Same song, different dance – The Harris Family

Spraying a wheat field in southwest Oklahoma.

Spraying a wheat field in southwest Oklahoma.

Well its very cold and dry STILL in Southwest Oklahoma.  We are working on several projects and planning for this year’s crops. Zac has began micromanaging each of the fields to try to maximize production.  We began this last year, instead of putting all the fertilizer on the wheat at one time, but rather applying it in a timely fashion before a rain, etc.  This way we can split the fertilizer over a 2-month span and hopefully gain maximum benefit by the crop having ample nutrition at all stages.  Not only does this add time covering 6000 acres twice, but also our overhead costs of engine hours on equipment, diesel and the opportunity for break downs.  We feel like last year it improved our yields despite the four late freezes that caused significant damage; providing more of a safe product for the world.

Chopping ice is a necessity to ensure livestock have water during cold spells.

Chopping ice is a necessity to ensure livestock have water during cold spells.

With weather all over the place it makes it really hard on all life, including livestock.  One of my chickens died; the kids have had them since last spring and they had just began laying eggs consistently.  Really warm days followed by harsh cold fronts and polar vortices give opportunity for cattle to be sick quickly.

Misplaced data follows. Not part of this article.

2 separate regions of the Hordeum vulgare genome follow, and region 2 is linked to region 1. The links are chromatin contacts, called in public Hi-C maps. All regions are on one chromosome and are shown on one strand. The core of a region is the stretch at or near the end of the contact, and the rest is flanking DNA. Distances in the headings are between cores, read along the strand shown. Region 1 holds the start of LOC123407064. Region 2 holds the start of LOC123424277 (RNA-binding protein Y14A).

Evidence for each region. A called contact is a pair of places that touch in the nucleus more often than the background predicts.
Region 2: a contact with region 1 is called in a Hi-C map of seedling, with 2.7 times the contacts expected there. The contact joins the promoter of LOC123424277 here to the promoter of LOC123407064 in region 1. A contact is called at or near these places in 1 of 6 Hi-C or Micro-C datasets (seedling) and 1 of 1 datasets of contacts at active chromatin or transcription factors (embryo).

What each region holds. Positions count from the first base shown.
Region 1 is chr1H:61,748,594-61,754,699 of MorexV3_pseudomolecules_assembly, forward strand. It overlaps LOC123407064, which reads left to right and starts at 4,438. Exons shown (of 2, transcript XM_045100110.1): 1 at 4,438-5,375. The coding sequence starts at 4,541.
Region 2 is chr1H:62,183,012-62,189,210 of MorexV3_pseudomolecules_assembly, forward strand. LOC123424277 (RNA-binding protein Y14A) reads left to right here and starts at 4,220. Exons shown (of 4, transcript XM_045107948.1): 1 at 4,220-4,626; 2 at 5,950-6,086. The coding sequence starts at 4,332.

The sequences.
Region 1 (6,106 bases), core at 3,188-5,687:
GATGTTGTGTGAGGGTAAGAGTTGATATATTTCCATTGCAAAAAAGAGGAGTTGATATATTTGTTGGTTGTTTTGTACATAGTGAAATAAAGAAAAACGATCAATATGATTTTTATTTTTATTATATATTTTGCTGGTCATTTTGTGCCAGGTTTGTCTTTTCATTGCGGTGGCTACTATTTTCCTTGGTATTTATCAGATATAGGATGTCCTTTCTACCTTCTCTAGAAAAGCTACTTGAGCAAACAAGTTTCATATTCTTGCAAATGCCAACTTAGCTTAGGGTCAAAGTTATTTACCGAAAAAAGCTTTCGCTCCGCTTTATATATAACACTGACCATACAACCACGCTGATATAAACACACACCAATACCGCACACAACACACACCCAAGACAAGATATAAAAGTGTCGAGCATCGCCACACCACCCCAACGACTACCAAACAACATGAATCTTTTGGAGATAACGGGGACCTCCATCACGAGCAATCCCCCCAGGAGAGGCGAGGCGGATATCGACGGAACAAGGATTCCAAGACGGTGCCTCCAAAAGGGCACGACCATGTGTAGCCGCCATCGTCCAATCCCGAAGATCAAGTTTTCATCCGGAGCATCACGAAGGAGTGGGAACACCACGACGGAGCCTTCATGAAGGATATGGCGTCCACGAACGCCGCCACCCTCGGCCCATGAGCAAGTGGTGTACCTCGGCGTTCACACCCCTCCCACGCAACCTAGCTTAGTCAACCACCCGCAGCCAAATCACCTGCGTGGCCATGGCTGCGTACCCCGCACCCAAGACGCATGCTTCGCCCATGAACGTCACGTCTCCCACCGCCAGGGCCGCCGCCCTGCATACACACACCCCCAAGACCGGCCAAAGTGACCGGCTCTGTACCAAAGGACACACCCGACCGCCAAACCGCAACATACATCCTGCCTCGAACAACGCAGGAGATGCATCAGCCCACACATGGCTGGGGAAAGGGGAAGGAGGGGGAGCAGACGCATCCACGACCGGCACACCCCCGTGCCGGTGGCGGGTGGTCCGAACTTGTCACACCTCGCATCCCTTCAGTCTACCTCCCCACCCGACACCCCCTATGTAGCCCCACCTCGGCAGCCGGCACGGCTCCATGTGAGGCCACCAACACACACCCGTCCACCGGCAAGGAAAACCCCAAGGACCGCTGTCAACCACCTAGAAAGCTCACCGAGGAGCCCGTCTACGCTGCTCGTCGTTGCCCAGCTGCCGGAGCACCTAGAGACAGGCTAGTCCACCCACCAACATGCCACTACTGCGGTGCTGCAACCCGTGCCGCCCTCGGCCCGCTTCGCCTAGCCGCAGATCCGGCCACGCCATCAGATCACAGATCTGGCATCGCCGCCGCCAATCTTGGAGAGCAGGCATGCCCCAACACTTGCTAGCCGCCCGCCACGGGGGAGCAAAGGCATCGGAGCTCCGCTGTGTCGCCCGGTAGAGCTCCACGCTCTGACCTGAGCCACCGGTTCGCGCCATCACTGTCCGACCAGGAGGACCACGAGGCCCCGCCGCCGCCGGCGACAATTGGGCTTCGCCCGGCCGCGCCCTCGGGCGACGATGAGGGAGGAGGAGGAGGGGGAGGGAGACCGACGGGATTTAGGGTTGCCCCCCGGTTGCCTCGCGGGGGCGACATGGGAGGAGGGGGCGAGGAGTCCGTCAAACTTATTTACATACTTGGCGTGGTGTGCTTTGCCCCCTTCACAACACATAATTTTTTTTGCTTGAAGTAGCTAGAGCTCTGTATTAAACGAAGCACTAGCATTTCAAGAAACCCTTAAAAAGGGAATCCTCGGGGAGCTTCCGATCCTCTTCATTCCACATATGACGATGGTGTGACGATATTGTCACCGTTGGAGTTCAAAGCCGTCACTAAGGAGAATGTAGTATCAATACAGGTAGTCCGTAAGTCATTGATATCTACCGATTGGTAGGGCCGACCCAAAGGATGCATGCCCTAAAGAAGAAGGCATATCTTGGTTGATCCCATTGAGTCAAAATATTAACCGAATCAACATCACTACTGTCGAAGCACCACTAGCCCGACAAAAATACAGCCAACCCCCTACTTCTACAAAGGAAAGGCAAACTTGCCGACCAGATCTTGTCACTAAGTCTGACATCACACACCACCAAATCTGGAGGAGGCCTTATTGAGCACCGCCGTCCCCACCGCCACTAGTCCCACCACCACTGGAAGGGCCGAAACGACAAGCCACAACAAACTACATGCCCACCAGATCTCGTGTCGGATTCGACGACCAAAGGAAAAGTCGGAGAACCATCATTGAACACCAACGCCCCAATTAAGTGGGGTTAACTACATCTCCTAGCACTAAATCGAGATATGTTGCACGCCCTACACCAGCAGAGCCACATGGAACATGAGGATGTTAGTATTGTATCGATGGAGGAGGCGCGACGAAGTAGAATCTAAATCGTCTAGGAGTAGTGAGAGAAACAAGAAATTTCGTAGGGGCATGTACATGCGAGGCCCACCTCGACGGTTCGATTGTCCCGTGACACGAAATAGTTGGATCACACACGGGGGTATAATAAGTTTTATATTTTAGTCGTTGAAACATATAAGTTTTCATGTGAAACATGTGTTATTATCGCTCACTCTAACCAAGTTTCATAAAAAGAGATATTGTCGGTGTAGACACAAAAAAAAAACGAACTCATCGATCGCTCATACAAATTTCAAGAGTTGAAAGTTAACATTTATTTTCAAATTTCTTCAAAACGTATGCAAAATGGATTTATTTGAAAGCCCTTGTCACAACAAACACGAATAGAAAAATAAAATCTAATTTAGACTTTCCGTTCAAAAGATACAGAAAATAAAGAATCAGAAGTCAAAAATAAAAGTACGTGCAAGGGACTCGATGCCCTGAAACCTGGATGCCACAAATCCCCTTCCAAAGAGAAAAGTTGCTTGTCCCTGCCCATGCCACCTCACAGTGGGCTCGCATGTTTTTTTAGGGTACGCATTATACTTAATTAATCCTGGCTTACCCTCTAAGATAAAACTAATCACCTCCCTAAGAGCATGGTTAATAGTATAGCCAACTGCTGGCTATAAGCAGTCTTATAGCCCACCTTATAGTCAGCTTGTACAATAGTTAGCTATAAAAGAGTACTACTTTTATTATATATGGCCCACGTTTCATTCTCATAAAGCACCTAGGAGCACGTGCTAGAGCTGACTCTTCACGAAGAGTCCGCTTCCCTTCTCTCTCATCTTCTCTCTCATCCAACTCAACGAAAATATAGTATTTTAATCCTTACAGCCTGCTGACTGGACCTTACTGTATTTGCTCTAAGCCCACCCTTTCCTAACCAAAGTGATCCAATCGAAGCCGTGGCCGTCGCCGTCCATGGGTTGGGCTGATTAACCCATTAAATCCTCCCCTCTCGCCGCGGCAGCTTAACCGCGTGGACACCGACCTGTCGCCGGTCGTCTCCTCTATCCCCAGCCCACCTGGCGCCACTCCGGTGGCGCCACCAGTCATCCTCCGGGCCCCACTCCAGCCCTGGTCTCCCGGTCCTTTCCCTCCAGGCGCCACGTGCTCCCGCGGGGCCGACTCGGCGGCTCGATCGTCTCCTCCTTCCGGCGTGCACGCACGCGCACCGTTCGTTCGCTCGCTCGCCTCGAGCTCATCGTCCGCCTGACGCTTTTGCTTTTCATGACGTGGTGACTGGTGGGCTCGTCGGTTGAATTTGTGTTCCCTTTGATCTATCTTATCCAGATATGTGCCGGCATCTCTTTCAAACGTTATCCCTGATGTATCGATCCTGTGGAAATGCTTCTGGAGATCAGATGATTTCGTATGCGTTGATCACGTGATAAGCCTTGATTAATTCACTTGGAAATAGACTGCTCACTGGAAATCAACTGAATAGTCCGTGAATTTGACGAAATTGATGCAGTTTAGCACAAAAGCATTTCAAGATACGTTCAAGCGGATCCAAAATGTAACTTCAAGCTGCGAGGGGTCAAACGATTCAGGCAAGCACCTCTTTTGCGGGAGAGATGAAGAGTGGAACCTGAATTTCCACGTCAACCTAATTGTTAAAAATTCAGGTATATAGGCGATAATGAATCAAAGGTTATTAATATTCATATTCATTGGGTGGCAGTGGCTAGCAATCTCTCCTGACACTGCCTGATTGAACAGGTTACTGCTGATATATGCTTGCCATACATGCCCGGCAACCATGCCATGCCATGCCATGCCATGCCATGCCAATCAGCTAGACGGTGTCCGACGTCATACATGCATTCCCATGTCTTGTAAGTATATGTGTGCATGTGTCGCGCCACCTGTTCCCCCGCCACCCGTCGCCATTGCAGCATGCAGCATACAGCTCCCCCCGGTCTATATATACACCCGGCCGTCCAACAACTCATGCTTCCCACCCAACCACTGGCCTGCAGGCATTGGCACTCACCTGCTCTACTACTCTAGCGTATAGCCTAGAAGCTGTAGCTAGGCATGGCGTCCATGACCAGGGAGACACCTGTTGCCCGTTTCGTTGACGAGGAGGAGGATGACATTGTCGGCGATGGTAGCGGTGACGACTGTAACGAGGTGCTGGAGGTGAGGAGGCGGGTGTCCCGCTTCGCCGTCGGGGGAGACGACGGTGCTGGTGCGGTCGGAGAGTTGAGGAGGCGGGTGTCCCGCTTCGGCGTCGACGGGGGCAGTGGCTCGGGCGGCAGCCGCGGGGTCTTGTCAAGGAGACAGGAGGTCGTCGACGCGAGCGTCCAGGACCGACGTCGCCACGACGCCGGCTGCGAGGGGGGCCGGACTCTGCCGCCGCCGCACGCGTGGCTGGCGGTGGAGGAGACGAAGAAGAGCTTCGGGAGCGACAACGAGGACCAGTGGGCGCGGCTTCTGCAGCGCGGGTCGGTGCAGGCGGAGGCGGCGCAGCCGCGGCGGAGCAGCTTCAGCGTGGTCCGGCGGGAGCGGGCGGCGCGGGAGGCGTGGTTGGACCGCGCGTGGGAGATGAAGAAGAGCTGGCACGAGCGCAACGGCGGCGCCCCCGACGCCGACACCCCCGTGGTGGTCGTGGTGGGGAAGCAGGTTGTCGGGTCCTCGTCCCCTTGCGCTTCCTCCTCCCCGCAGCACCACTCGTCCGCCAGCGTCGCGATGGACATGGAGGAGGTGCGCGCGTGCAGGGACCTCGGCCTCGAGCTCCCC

Zac has bought 2 wheat trucks that needed complete overhauling- in fact one of them was a wrecked truck.  Apparently, the driver had gotten too far in the ditch to allow a vehicle to travel along the same road and the wheat in the box shifted and caused the truck to flip on its side.  So he has spent a lot of time straightening and tweaking the bent iron to make this a useable truck for the years to come.  Over a year ago, he also bought a very similar truck that needed a motor overhaul.  So this is the year of the trucks at the Harris Farms.

Kenda's horse and 4-H steer get to know each other across the fence.

Kenda’s horse and 4-H steer get to know each other across the fence.

Kenda has been busy washing and working hair on her Oklahoma Youth Expo steer project.  She has shown mini Herefords before but this is her first official 4-H project.  Her brother and sister have been very helpful! Trale’ feels like she needs a “widdle steer” herself!

Just staying busy. If you come SW give us a shout we’d love to buy your dinner!

Zac and Amy

 

Catchin’ Up – The Harris Family

Okay, we have done a poor job throughout the summer updating after wheat harvest, but we’ve taken some great notes so hopefully we can get caught up.

 Late June

Navigating a road in between fields in the sprayer.

Navigating a road in between fields in the sprayer.

June was crazy.  We felt like we were always behind schedule. Although as farmers, we should know by now we don’t make the rain or grow the crops. It’s only by the grace and the perfection of God that we get to keep our jobs year after year. Wheat harvest finished late June, just in time for me to go with the family to Kenda’s state softball tournament. They qualified to go last year and during the regular season had beaten the state runner up. This season didn’t end the way we would have liked – both the state runner up and the state winners in 8U OKKIDS league were on our side of the bracket. They were great teams and we had a blast in Preston, OK, for the last weekend in June. But I had plenty to do when that was finished. Remember, harvest was a month behind my schedule so I hit the road running in July.

July